Thomas Demand is best known for his photographs of interiors and landscapes assembled entirely from cardboard and paper. These are, in some ways, related to early Surrealist works, such as Giorgio de Chirico’s cityscapes, Giorgio Morandi’s still lifes and René Magritte’s interiors and landscapes. This group show of 20 artists – originally curated by Demand for Monaco’s Villa Paloma in 2010 – did not include any of the artist’s own photographs (as it had done in its first iteration). Instead, exploring ideas of nature and the unnatural, its organizing principle was the gravitational pull he feels from dream-like signifiers. The exhibition’s enigmatic title came from the quirky journal and series of postcards that Magritte occasionally published between 1951 and 1965, and Demand included three of the artist’s paintings as anchors. The photographs, audio, film, video, sculpture, painting and architectural models, as well as its maze-like floor plan (based on a drawing by Martin Boyce), made ‘La Carte d’Après Nature’ a thought-provoking reflection of the range of artistic ideas that Demand considers significant.
The exhibition’s layout, which was punctuated by Boyce’s angular blue-glass windows, choreographed a series of surprises. One of the rewards was finding little-known Magritte paintings in alcove-like rooms: Le grand style (The Great Style, 1951), for example, features a starlit scene of a plant with a globe of the earth growing from (or balanced on) its top instead of a flower; L’Univers Démasqué (The Universe Unmasked, 1932) is a highly artificial, model-like landscape featuring a half-finished house, with the sky turning into a small group of large blocks. These were hung on wallpaper, a work in itself by Demand, which was printed so as to look like theatre curtains.
‘La Carte d’Après Nature’ included a range of works that were similarly interested in the relationships between nature and artifice. In the entrance was a maquette of the William Kissiloff-designed Pulp and Paper Pavilion, from Montreal’s Expo 67, its roof made from pyramidal representations of pine trees. Henrik Hakansson’s recording of birds chirping in Central Park played from a turntable in the first room of the gallery (New York, 2011). Boyce’s No birds, nº 7 (2009), a paper and fabric cut-out, echoed this avian theme, as did Tacita Dean’s short film of magpies in a tree outside her Berlin studio (Pie, 2003). Jan and Joël Martel’s 2011 model of a Cubist tree built by Michel Witold Gierzod, also seen in Robert Mallet-Stevens’ archival photos originally taken in 1925, provided an intriguing historic example of an abstracted, domesticated version of nature.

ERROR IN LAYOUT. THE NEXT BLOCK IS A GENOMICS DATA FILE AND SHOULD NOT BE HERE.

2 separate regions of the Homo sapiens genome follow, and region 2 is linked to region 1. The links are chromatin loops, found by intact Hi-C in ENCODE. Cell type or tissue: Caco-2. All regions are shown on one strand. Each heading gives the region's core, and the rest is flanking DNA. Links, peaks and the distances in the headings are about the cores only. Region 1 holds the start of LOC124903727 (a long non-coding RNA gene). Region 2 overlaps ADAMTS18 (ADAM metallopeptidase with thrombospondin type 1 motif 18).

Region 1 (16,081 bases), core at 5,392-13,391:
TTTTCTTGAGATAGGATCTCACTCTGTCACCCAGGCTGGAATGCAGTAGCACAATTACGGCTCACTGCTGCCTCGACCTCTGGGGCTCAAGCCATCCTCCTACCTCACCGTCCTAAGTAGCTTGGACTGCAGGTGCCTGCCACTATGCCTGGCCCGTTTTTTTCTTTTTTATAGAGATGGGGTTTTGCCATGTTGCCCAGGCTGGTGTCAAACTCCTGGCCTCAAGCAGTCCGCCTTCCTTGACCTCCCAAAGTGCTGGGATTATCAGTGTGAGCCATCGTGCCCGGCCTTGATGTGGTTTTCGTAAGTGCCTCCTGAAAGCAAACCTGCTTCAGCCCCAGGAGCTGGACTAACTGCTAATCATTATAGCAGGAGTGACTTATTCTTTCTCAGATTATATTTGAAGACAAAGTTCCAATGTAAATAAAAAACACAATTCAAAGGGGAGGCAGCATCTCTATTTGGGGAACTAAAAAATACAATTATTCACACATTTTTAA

The exhibition devoted a substantial amount of space to photography and film. Demand has a special affinity for the work of the late Luigi Ghirri, an Italian photographer active in the 1970s and ’80s, who took small, snapshot-like photos of people in artificial settings. For example, a sign shaped like a palm tree stands next to a much smaller potted palm tree near a building in a desolate landscape (Bari, 1982), while a group of tourists walk on a scale model of a mountain in Rimini (1977). Demand also included the work of August Kotzsch, a mid-19th-century photographer, who conveyed a similar sense of strangeness in photos such as Tür zu Kotzschs Schöpfbrunnen (Door of Kotzsch’s Wellhouse, c.1870). Sigmar Polke’s ‘Höhere Wesen befehlen’ (‘Higher Beings Ordain’, 1968) is a group of 14 photographic prints that document a goofy and seemingly significant series of ideas, though it was hard to tell exactly what they represent.
Although inspired by Surrealism, ‘La Carte d’Après Nature’ was much more chaste than the most notorious examples of surrealist art work. There was virtually no sex or violence on display, no hardcore efforts to provoke or shock. Instead there was an encyclopaedic, almost scholarly feeling to the installation, if also agreeably disorientating. Demand’s organization of different rooms according to ecosystems such as mountains, the desert, oceans and forests, and his bringing together of historical and contemporary art work, created something greater than the sum of its parts.